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ARS Home » Northeast Area » Boston, Massachusetts » Jean Mayer Human Nutrition Research Center On Aging » Research » Publications at this Location » Publication #185218


item Joseph, James
item Fisher, Derek
item Bielinski, Donna

Submitted to: Journal of Alzheimer's Disease
Publication Type: Peer Reviewed Journal
Publication Acceptance Date: 2/17/2006
Publication Date: 3/1/2006
Citation: Joseph, J.A., Fisher, D.R., Bielinski, D. 2006. Blueberry extract alters oxidative stress-mediated signaling in cos-7 cells transfected with selectively vulnerable muscarinic receptor subtypes. Journal of Alzheimer's Disease. 9(1):35-42.

Interpretive Summary: A great deal of research has indicated that one of the hallmarks of aging and neurodegenerative diseases of aging such as Alzheimer Disease (AD) is an increased sensitivity to very reactive molecules called free radicals. Free radicals, because many of them utilize oxygen, produce oxidative stress (OS) which can have a variety of negative effects on the brain and elsewhere in the body. In addition, studies have shown that a peptide called amyloid beta, which forms the hallmark plaques in the AD brain may alter the regulation of calcium in cells such that the cells cannot expel the calcium that enters the cells upon stimulation. This produces even more OS and could lead eventually to a loss of function in neuronal cells, as has been observed in aging and diseases such as AD. Increasingly, it also appears that dietary factors such as fruit and vegetable intake may play a role in preventing the onset of this disease. Based upon our previous work in transgenic mice that show AD-like changes in the brain and behavior, we found that blueberries might be effective in this regard. Recently, we showed in cells that different subtypes of neurotransmitter receptors called Muscarinic receptors, which are important in the regulation of calcium, respond to agents which produce OS. Some of the Muscarinic receptor subtypes when placed in cells increased the sensitivity agents which produce OS, such as dopamine or amyloid beta. This caused the cells to lose their ability to regulate calcium levels when they were stimulated. In this study we used molecular biological techniques to assess the various signals that are generated during Muscarinic receptor stimulation following OS. We also examined the effectiveness of blueberry extract in preventing these OS effects. The results suggested that the differences in OS sensitivity may involve differential brain cell signaling in a group of molecules called mitogen activated protein kinases (MAPK), and cyclic adenosine monophosphate response element binding protein (CREB) under OS-treatment conditions, suggesting that the native protection in these receptors against OS and inflammation may be derived from reduced activation in CREB. These findings also suggest that blueberries may antagonize OS effects by lowering activation of CREB, and possibly other OS-initiated signals. Taken together with our previous findings in animals it appears that Berryfruits such as blueberries may have dual effects on the MAPK pathway that depend upon the stimulus i.e., increasing the activity of MAPK and CREB during learning and memory and decreasing them under conditions of OS and possibly, inflammation.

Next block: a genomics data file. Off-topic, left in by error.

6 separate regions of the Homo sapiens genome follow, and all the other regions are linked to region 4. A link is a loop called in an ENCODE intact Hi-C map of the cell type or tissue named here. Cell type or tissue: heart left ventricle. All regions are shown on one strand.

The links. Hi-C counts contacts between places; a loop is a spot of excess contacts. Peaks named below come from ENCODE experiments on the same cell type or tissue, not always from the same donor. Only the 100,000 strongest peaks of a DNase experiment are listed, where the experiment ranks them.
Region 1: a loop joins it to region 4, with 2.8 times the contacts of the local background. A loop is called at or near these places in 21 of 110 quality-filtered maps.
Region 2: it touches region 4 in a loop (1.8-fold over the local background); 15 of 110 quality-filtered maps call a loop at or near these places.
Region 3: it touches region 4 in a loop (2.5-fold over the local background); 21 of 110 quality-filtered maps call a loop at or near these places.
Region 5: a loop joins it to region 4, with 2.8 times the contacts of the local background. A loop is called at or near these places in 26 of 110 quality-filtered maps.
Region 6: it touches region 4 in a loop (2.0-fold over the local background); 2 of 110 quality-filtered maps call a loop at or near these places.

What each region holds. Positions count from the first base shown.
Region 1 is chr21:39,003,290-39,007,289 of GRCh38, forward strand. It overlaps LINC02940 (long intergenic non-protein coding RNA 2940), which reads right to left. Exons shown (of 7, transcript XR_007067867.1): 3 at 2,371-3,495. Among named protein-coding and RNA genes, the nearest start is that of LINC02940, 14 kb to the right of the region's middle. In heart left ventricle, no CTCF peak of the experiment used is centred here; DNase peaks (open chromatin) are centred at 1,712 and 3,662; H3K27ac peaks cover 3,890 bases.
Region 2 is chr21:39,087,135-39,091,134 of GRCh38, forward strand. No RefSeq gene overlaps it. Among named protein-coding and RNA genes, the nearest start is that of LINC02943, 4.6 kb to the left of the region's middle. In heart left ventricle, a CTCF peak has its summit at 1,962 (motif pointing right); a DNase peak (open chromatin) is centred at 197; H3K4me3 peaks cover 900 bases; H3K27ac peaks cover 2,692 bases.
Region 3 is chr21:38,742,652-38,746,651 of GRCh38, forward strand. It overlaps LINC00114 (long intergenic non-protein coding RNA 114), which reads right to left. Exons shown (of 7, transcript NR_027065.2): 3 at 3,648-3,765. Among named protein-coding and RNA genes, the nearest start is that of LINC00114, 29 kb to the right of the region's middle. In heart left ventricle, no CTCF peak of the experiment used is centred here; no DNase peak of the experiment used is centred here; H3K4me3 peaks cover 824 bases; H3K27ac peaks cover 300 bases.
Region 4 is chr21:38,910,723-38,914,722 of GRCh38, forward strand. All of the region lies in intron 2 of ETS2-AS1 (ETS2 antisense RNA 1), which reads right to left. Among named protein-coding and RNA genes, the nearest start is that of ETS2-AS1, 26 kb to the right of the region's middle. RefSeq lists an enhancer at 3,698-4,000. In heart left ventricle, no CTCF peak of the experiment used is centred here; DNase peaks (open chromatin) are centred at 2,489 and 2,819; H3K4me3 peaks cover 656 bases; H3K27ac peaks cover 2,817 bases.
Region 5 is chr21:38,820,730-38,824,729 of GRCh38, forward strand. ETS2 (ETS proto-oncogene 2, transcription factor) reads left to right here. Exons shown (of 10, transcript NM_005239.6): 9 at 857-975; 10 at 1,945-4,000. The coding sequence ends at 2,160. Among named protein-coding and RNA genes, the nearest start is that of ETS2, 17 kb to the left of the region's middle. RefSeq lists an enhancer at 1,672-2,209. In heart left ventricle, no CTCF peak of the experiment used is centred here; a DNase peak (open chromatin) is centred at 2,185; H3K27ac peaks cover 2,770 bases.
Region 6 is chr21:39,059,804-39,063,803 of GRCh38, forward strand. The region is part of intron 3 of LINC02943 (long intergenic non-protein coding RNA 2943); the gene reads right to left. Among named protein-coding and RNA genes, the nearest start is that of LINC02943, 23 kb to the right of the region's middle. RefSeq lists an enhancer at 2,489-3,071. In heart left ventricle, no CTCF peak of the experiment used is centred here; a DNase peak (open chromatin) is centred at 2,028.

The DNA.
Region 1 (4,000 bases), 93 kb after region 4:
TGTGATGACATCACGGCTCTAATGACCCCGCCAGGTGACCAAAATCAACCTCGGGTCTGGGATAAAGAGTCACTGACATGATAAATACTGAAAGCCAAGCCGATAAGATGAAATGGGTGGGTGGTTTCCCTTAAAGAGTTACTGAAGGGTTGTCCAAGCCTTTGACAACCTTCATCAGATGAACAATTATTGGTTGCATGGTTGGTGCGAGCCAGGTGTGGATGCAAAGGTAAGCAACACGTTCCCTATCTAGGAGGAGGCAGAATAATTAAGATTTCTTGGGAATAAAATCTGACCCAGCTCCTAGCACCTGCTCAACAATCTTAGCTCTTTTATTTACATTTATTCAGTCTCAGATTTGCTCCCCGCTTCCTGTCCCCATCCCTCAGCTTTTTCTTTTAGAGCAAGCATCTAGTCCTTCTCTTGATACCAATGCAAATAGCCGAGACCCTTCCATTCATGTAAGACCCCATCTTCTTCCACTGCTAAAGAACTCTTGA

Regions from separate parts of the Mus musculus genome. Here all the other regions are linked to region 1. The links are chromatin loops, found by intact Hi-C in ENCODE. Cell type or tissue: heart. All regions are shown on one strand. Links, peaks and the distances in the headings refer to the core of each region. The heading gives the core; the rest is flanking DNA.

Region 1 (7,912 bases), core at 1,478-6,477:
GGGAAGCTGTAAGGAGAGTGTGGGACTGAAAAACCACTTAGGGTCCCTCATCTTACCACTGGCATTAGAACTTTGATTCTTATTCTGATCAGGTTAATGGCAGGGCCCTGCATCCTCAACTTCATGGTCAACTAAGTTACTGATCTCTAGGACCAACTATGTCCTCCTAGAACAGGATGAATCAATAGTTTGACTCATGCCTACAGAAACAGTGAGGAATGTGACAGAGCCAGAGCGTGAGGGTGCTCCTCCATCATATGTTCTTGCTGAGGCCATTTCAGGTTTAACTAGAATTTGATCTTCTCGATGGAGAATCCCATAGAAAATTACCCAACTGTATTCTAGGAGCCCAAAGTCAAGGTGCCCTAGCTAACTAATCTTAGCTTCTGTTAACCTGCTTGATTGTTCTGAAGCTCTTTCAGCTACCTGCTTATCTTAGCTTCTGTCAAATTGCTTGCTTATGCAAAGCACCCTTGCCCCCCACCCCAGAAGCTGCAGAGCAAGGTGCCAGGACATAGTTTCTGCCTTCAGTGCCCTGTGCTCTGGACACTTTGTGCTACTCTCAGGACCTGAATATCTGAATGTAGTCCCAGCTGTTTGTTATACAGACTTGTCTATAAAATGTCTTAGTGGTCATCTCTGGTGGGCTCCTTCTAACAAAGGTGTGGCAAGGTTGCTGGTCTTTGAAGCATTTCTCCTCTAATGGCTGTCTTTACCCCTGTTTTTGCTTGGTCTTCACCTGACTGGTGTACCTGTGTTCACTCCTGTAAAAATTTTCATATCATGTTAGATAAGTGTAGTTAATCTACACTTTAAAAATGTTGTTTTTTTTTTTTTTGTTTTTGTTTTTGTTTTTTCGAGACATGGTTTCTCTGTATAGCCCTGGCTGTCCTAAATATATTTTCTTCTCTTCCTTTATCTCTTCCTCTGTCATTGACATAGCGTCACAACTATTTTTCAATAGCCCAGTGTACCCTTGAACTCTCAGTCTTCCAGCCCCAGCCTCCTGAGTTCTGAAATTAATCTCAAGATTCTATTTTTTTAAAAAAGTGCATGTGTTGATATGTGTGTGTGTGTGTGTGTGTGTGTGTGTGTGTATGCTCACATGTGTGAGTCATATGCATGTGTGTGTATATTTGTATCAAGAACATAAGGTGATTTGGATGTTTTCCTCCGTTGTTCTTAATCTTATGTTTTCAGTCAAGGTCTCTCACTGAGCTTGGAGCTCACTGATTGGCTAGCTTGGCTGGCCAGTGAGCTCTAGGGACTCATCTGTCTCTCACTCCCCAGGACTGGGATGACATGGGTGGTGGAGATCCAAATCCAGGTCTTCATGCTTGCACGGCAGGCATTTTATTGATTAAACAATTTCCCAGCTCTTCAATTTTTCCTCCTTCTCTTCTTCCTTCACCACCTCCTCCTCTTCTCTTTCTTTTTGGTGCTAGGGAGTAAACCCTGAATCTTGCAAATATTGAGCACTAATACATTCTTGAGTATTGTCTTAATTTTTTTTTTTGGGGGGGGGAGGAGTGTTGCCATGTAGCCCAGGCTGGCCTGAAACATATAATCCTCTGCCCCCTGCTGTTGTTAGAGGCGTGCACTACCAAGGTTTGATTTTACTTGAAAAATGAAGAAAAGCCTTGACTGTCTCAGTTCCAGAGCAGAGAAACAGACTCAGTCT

Technical Abstract: Previous research has indicated that selective vulnerability (SV) to oxidative stress (OS) may be important in determining regional differences in functional declines in neuronal aging. OS SV may involve selective deficits in Ca2+ buffering (Ca2+ recovery time following oxotremorine application) to OS, determined in-part by Muscarinic receptor (MAChR) subtype with M1, M2 and M4AChR showing greater OS-induced loss [via dopamine (DA) exposure for 4 hrs] of Ca2+ recovery time than that seen in M3 or M5 cells. Deficits were antagonized by pre-treating M1, M2, or M4 AChR-transfected cells with blueberry (BB) extract. Thus, we assessed whether these OS SV differences might involve differential patterns of DA-induced protein kinase isoforms (PKC', PKC') and/or cyclic AMP response element binding protein (CREB) activation, and whether these differences might be altered by BB treatment. M1 or M3 AChR-transfected COS-7 cells were exposed to 1mM DA, and activation of phospho- (p) mitogen-activated protein kinase (MAPK) signaling was examined by immunoblotting and immunofluorescence analyses. The results showed that DA increased phosphorylated pCREB and pPKC' for both M1- and M3-transfected cells, and BBs decreased these DA-induced alterations, when measured by immunoblotting techniques. This same pattern was also observed for pPKC' among the various conditions in both transfected cell types, and for pCREB for M1, when fluorescent imaging was utilized to analyze these kinases. DA up-regulated CREB significantly less in M3- than in M1-transfected cells. Taken together these findings suggest that M1/M3 oxidative stress sensitivity differences may involve differential signaling in pMAPK and pCREB under OS-treatment conditions, suggesting that the native protection in these receptors against OS and inflammation may be derived from reduced activation. These findings also suggest that BB may antagonize OS effects induced by DA in M1-transfected cells by lowering activation of pCREB, and possibly pPKC'.